High Fructose Corn Syrup (HFCS) Part I
by Darcy O'Neil on December 2011
High fructose corn syrup (HFCS) is all the rage these days. Actually, its more likely to cause opinionated rage, at least on the Internet. In the summer of 2006 I was going to discuss this topic but got distracted by all the boozy goodness. Then Scott, at Scott's Rum Pages, brought up the point about HFCS in the Rum and Coke post. This reminded me that I was going to write something about this to clear up some misinformation. For cocktail creators, the key things is flavour and does HFCS mess with that. For the imbibers, I’ll look at the perceived health issues that pop up every now and then. Hopefully I can help demystify some of this.
The amount of misinformation on this one topic amazes me, from at least chemistry standpoint. For some reason HFCS seems to be the whipping boy of the bulging obesity epidemic. High fructose corn syrup has been blamed for everything, including diabetes, obesity, heart problems, attention deficit disorder and a whole bunch of other things. Finally, it is often gets blamed for ruining the flavour of Coca-Cola and other soft drink and products that switched from cane sugar. So could a simple sweetener really be all that bad?
First lets look at why HFCS has become the primary sweetener in the US.
The HFCS is mostly a problem in the United States, since most other countries still import most of their sugar (cane based). The reason for this is best summed up by Sam (slkinsey) on eGullet:
"US government price supports for domestic sugar combined with tarrifs on sugar imports have artificially driven up the price of sugar in the United States. Second, US government subsidies and other supports for corn growers have artificially lowered the price of corn syrup. Third, corn syrup is a liquid product and sugar is a solid product, which makes it easier to use corn syrup on an industrial basis. It also means that some re-tooling would be necessary to switch over to sugar."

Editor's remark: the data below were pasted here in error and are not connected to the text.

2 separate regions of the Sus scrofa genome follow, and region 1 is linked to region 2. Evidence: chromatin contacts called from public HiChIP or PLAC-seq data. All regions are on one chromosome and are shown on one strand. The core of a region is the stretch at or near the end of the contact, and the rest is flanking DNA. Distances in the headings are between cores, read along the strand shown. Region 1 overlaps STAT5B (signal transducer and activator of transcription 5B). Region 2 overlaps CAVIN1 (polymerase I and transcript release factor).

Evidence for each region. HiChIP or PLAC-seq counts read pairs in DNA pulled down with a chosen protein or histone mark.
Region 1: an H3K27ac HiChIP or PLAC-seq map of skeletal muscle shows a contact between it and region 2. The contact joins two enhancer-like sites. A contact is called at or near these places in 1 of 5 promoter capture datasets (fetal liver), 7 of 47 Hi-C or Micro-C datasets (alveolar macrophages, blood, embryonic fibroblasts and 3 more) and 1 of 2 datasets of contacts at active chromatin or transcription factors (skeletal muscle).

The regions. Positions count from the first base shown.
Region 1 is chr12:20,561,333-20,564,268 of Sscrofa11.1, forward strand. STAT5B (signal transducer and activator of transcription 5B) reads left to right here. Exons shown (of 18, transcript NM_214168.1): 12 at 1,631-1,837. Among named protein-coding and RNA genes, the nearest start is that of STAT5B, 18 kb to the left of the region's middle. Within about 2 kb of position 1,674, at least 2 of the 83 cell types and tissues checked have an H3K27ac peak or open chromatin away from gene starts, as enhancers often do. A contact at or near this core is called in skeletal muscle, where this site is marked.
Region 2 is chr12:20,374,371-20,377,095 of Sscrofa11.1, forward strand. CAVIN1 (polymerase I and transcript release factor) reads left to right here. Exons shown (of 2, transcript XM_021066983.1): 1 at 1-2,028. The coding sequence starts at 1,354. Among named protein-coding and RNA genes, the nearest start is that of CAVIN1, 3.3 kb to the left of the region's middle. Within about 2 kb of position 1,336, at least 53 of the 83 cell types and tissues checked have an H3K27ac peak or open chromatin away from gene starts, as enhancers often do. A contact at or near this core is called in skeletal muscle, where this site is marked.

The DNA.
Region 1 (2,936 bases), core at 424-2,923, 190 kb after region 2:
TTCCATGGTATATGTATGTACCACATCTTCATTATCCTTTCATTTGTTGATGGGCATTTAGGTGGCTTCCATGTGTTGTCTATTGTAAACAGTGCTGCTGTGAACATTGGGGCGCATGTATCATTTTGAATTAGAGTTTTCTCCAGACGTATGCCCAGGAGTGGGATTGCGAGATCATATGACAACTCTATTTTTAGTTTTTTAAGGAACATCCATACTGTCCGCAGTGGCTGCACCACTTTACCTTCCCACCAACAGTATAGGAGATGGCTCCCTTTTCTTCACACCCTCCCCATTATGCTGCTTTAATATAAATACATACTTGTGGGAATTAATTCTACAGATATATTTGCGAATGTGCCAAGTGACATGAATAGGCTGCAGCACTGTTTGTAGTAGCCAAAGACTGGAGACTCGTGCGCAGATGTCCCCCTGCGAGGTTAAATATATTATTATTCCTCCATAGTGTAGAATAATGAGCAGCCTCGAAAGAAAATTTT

Basically, the US government makes cane sugar more expensive than HFCS through tariffs and subsidies. Many people often ask how the process for making HFCS, which is fairly complex, can be cheaper than pure cane sugar? If tariffs and subsidies were removed I doubt it would be cheaper.
HFCS & Obesity
The weight gain issue that a lot of people like to place squarely on the shoulders of High Fructose Corn Syrup is a little misleading. Here is the key point to remember: It is not what kind of sugar you ingest, but how much of it that matters. This is a key fact that is so often overlooked. Sugar consumption is far, far higher today than it was 30 years ago and a couple magnitudes higher than a century ago. It is just a fact, humans were not designed to consume so much sugar, whether it’s sucrose, fructose, maltose, lactose or glucose.
Glucose is the primary energy source for humans. We usually get it from a varied diet of grains, meat and fruit. We are not suppose to drink pure sugar, which is pretty much what we do when we drink stuff like Coke or some cocktails.
The other issue is the lack of exercise the modern human gets. We spend most of our day sitting in a chair and then we go home and sit in front of the TV (or computer). Back when we were swinging from trees we had to work a lot harder to get our daily calorie intake. Today you can walk down to your local 7–Eleven and pick up a 64 oz Big Gulp that has over 800 calories, almost one third of your daily caloric intake! If you have four rum and Cokes in an evening that is going to add up to about 750 calories. Now if you are drinking four Pina Colada’s, say goodbye to your waste-line. It is not the high fructose corn syrup that’s killing us, its the quantity.
Take a look at bartenders, I can’t really recall seeing an obese one. Why? Because bartending is hard work. We stand for about 8 hours, move fast, lift lots of heavy stuff and sweat a lot because designers love to put lots of lighting over the bar to illuminate the bottles and broil the bartenders. Also, most bartenders don’t get a lunch break so our caloric intake is lower during our peak output times.
In HFCS Part II I'll take a look at the science behind HFCS and explain how sugars affect our metabolism.